Breathing difficulty may involve:
No standard definition exists for difficulty breathing. Some people may feel breathless with only mild exercise (for example, climbing stairs), even though they do not have a medical condition. Others may have advanced lung disease but never feel short of breath.
Wheezing is one form of breathing difficulty in which you make a high-pitched sound when you breathe out.
Shortness of breath has many different causes. For example, heart disease can cause breathlessness if your heart is unable to pump enough blood to supply oxygen to your body. If your brain, muscles, or other body organs do not get enough oxygen, a sense of breathlessness may occur.
Breathing difficulty may also be due to problems with the lungs, airways, or other health problems.
Problems with the lungs:
Problems with the airways leading to the lungs:
Problems with the heart:
Sometimes, mild breathing difficulty may be normal and is not cause for concern. A very stuffy nose is one example. Strenuous exercise, especially when you do not exercise often, is another example.
If breathing difficulty is new or is getting worse, it may be due to a serious problem. Though many causes are not dangerous and are easily treated, call your health care provider for any breathing difficulty.
If you are being treated for a long-term problem with your lungs or heart, follow your health care provider's directions to help with that problem.
Go to the emergency room or call the local emergency number (such as 911) if:
See your health care provider if any of the following occur with breathing difficulties:
The doctor or nurse will examine you and ask about your medical history and symptoms:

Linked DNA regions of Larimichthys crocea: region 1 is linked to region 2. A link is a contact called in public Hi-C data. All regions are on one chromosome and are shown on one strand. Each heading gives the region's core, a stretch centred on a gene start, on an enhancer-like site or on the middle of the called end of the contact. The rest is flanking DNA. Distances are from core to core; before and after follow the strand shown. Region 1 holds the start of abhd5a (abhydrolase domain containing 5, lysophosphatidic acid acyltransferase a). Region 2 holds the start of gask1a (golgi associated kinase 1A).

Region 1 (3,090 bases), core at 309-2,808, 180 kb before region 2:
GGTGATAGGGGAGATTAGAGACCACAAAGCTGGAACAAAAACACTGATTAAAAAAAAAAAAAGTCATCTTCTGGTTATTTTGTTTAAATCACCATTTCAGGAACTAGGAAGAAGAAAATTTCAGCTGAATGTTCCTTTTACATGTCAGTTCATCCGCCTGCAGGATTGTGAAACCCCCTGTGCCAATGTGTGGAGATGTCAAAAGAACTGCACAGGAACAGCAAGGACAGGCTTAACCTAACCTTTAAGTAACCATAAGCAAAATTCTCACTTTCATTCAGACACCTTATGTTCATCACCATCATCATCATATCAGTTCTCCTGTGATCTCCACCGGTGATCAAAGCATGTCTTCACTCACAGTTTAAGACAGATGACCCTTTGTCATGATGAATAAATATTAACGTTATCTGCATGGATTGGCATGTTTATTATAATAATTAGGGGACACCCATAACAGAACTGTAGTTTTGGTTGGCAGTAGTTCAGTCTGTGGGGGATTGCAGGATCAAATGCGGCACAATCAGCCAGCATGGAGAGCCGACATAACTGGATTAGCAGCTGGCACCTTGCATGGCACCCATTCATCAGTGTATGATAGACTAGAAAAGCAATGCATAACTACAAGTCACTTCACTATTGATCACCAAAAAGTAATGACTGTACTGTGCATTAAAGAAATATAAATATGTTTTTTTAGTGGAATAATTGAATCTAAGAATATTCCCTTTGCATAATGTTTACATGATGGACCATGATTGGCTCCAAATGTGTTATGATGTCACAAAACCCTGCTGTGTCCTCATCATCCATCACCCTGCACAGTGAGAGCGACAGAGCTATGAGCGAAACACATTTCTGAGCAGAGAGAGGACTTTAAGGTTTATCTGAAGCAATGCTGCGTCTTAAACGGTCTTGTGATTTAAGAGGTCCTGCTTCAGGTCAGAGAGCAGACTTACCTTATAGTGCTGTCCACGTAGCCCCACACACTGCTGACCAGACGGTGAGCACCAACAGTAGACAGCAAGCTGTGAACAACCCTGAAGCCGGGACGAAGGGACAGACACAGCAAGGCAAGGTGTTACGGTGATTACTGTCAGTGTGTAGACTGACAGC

Tests that may be ordered include:
If the breathing difficulty is severe, you may need to go to a hospital. You may receive medicines to treat the cause of breathing difficulty.
If your blood oxygen level is very low, you may need oxygen.
Shortness of breath; Breathlessness; Difficulty breathing; Dyspnea
Kraft M. Approach to the patient with respiratory disease. In: Goldman L, Schafer AI, eds. Goldman’s Cecil Medicine. 24th ed. Philadelphia, Pa: Elsevier Saunders; 2011:chap 83.
Updated by: David C. Dugdale, III, MD, Professor of Medicine, Division of General Medicine, Department of Medicine, University of Washington School of Medicine. Also reviewed by A.D.A.M. Health Solutions, Ebix, Inc., Editorial Team: David Zieve, MD, MHA, Bethanne Black, Stephanie Slon, and Nissi Wang.
The information provided herein should not be used during any medical emergency or for the diagnosis or treatment of any medical condition. A licensed physician should be consulted for diagnosis and treatment of any and all medical conditions. Call 911 for all medical emergencies. Links to other sites are provided for information only -- they do not constitute endorsements of those other sites. Copyright 1997-2014, A.D.A.M., Inc. Duplication for commercial use must be authorized in writing by ADAM Health Solutions.